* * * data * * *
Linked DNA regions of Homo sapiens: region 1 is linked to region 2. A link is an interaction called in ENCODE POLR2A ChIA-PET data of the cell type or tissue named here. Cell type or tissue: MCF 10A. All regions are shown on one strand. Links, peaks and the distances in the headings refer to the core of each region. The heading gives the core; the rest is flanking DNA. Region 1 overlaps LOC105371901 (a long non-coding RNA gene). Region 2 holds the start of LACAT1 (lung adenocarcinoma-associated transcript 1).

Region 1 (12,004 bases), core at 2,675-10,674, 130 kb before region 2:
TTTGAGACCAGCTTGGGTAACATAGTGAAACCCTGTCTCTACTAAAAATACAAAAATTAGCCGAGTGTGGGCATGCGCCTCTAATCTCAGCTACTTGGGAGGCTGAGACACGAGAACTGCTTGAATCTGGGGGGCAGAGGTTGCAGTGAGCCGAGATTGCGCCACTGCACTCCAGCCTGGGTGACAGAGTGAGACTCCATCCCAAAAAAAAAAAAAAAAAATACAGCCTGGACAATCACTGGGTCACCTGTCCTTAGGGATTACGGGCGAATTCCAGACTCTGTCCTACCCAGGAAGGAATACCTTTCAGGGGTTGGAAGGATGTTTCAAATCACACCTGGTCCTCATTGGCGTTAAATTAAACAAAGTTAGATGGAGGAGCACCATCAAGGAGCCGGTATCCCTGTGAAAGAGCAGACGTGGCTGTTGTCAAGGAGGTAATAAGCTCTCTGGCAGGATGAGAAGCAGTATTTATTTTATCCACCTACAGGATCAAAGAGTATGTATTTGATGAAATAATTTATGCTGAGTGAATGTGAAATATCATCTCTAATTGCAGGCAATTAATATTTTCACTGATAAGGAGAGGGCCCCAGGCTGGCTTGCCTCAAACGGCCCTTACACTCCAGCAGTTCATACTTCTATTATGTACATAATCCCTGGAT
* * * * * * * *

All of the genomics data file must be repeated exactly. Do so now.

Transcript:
Linked DNA regions of Homo sapiens: region 1 is linked to region 2. A link is an interaction called in ENCODE POLR2A ChIA-PET data of the cell type or tissue named here. Cell type or tissue: MCF 10A. All regions are shown on one strand. Links, peaks and the distances in the headings refer to the core of each region. The heading gives the core; the rest is flanking DNA. Region 1 overlaps LOC105371901 (a long non-coding RNA gene). Region 2 holds the start of LACAT1 (lung adenocarcinoma-associated transcript 1).

Region 1 (12,004 bases), core at 2,675-10,674, 130 kb before region 2:
TTTGAGACCAGCTTGGGTAACATAGTGAAACCCTGTCTCTACTAAAAATACAAAAATTAGCCGAGTGTGGGCATGCGCCTCTAATCTCAGCTACTTGGGAGGCTGAGACACGAGAACTGCTTGAATCTGGGGGGCAGAGGTTGCAGTGAGCCGAGATTGCGCCACTGCACTCCAGCCTGGGTGACAGAGTGAGACTCCATCCCAAAAAAAAAAAAAAAAAATACAGCCTGGACAATCACTGGGTCACCTGTCCTTAGGGATTACGGGCGAATTCCAGACTCTGTCCTACCCAGGAAGGAATACCTTTCAGGGGTTGGAAGGATGTTTCAAATCACACCTGGTCCTCATTGGCGTTAAATTAAACAAAGTTAGATGGAGGAGCACCATCAAGGAGCCGGTATCCCTGTGAAAGAGCAGACGTGGCTGTTGTCAAGGAGGTAATAAGCTCTCTGGCAGGATGAGAAGCAGTATTTATTTTATCCACCTACAGGATCAAAGAGTATGTATTTGATGAAATAATTTATGCTGAGTGAATGTGAAATATCATCTCTAATTGCAGGCAATTAATATTTTCACTGATAAGGAGAGGGCCCCAGGCTGGCTTGCCTCAAACGGCCCTTACACTCCAGCAGTTCATACTTCTATTATGTACATAATCCCTGGAT